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Intel turns to SandForce: SSD 520 Series Review

By Julio Franco · 12 replies
Feb 6, 2012
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  1. spydercanopus

    spydercanopus TS Evangelist Posts: 846   +102

    That's really impressive results for an Intel SSD, as they've always played the slow and steady game while the competition screamed past them in terms of performance.

    But now Intel is right up there. The price being over $2 per GB is extreme, so hopefully they don't stay to comfortable there.

    I've used Intel, OCZ and Crucial drives in database servers for years now, and none of them have failed, and that's even with the first drives to market. So any increase in reliability is just backup parachute, but welcome.

    It will be interesting when SSD storage tech get's closer to RAM speeds. May eventually allow some devices to omit memory for solid storage.
  2. Intel's problem is that the competition (especially OCZ) in the SSD biz is up to half the price - OCZ alone has three drives that undercut Intel on price; worse for Intel, all three use the SF2281 controller - they are the Agility 3, Vertex 3, and Synapse Cache). Intel is used to collecting a price premium - however, in SSDs (as opposed to Ethernet controllers) it has yet to prove it's worth it, compared to identical-otherwise products from competitors.
  3. SSD's are still a bit too pricey for me; I need them to be in the 50 cent to 99 cent per gig before I think about one. They are getting there but maybe it will be another year for me. I have an SSD in my work computer and it brings a little more responsiveness to it however it’s not like a night and day performance improvement for an older general use computer.
  4. Not related to the article per se. But if anyone has thought of buying a SSD for their OS and/or games, I can guarantee you it's the best upgrade you can make to your PC. The difference is huge!
  5. Not worth the premium price over OCZ SSD. I just bought a 120GB vertex 3 for about the same price of the 520 60GB model. 169.99 CAD with a 20 CAD MIR for a great total of 149.99 for 120GB so the same price as the 60GB 520 once I'll have the MIR money.

    Intel might be more reliable (doubt it) but it's not worth having half the space for the same price.
  6. I have always been an Intel fan. However 3 out of 4 Intel Mobo's have been given me endless trouble..dead one day (luckily under warranty), RAM ISSUES galore,still have it..

    So being that these SSD's are slower and more expensive then others I will definitely look the other way!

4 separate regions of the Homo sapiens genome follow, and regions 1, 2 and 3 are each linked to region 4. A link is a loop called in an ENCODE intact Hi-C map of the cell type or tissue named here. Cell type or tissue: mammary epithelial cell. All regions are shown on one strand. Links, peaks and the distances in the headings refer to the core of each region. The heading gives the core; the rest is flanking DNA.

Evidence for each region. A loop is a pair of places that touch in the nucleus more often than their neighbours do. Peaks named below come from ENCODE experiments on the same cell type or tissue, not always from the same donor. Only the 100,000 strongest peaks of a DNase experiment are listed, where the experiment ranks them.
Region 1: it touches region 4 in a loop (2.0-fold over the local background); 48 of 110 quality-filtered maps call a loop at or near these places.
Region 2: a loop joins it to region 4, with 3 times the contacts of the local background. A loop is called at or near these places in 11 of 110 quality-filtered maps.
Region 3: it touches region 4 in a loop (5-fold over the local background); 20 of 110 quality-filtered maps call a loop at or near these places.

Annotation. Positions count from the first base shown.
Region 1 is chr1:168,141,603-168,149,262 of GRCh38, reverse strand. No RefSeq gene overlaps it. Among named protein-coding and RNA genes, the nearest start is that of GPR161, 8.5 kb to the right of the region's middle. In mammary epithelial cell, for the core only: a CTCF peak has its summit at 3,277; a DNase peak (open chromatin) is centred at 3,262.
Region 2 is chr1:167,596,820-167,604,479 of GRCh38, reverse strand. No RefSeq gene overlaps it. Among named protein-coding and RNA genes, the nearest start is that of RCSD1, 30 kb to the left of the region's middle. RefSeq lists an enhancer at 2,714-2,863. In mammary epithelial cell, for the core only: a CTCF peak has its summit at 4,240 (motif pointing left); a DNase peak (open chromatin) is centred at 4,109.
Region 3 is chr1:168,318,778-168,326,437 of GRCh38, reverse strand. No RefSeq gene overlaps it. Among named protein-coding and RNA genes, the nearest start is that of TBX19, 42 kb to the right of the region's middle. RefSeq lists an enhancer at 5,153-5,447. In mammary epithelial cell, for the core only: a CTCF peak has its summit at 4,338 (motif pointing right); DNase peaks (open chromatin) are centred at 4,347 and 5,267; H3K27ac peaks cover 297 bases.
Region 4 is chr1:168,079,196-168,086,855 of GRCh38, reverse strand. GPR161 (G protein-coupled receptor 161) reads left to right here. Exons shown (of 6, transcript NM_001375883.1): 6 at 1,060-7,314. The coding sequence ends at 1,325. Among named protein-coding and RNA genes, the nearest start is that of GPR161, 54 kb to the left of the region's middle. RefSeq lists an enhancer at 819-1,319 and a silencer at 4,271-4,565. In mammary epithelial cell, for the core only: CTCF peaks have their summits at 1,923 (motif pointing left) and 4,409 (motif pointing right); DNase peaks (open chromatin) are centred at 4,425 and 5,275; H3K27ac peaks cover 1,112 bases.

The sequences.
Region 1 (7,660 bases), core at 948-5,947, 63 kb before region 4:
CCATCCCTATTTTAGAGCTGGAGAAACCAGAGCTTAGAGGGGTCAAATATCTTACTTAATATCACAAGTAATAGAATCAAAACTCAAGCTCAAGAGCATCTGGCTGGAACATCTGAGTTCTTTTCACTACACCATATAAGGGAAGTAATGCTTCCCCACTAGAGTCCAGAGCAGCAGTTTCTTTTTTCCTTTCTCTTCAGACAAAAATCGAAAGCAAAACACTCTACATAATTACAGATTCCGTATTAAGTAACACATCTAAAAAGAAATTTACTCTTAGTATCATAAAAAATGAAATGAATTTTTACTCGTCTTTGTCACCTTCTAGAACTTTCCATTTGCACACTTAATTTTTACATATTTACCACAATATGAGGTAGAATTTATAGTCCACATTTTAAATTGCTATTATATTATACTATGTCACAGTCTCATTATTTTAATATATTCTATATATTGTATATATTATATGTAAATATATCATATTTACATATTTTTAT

7. hellokitty[hk]

    hellokitty[hk] Hello, nice to meet you! Posts: 3,448   +145

    I think the TechSpot reviews are improving a little!
  8. Steve

    Steve TechSpot Editor Posts: 2,358   +1,517

    Typically Intel motherboards are extremely reliable and have excellent hardware compatibility so you have been quite unlucky.

    Umm thanks ... I think :S
  9. hellokitty[hk]

    hellokitty[hk] Hello, nice to meet you! Posts: 3,448   +145

    Oh uhm, I mean they're good and getting better!
  10. Quote from Page 2: "However, the Intel three-year warranty should let customers sleep comfortably at night knowing they're covered for a reasonable timeframe."

    Everywhere else I've seen info on this series of SSDs lists them as including a 5-year warranty, otherwise, great review!
  11. champmanfan

    champmanfan TS Member Posts: 59

    I honestly wouldn't concern yourself with OCZ undercutting the competition since their SSDs are unreliable such as the Vertex range, and notably the Agility. There is clearly issues as from within the first 3 months people were reporting problems. They sell a considerable amount of SSDs and so there will be a higher proportion of people highlighting issues, some issues have eventually been solved with firmware update, storage drivers updates.

    Crucial, Corsair (Corsair Force Series 3 2nd gen as 1st gen was unreliable), Intel are the only three I would consider currently. If that means paying over the odds then so be it, their pedigree is unmatched. At least with Intel they've thoroughly tested theirs rather than doing limited testing and letting the consumer find out.

    Remember.... SSDs are by far more reliable than mechanical hard drives, leaving free space available (no less than 25% free) will help reliability and help the data move around without constant overwrites, MTBF tells you nothing about reliability, the AFR of what manufacturers claim is higher than what is reported, HDD fail gradually whilst SSDs die suddenly, read the instructions on the SSDs manufacturers forums and you'll substantially reduce any problems (such as tips to use HDDerase4.0 on reinstallation or whatever correct erasing/formatting tool is available for your SSD)
  12. ZachPA

    ZachPA TS Rookie

    Unless the world of storage, ICs and mathematics has completely passed me by, the math used in this article to describe the actual storage space available is incorrect.

    1. Sixteen 16GB (gibibyte, x1024) ICs make 256GB (gibibyte, x1024), or a total of 274,877,806,944 bytes.

    2. If Intel were an exacting bunch, they might choose exactly 240,000,000,000 as the user capacity (this is 240GB in marketing-speak, x1000), as it is evenly divisible into 4096-byte pages.

    3. The difference between the two figures is 34,877,806,944 bytes, or about 32.5GB (gibibytes, x1024).

    So, if my math is correct, isn't the overhead and reserved space consuming 12.6% of available bytes, and not 7%? And, isn't it irrelevant how the space gets reported, as long as the end user understands that 223.48GB (gibibytes, x1024) is the same as 240GB (SI unit, x1000)?

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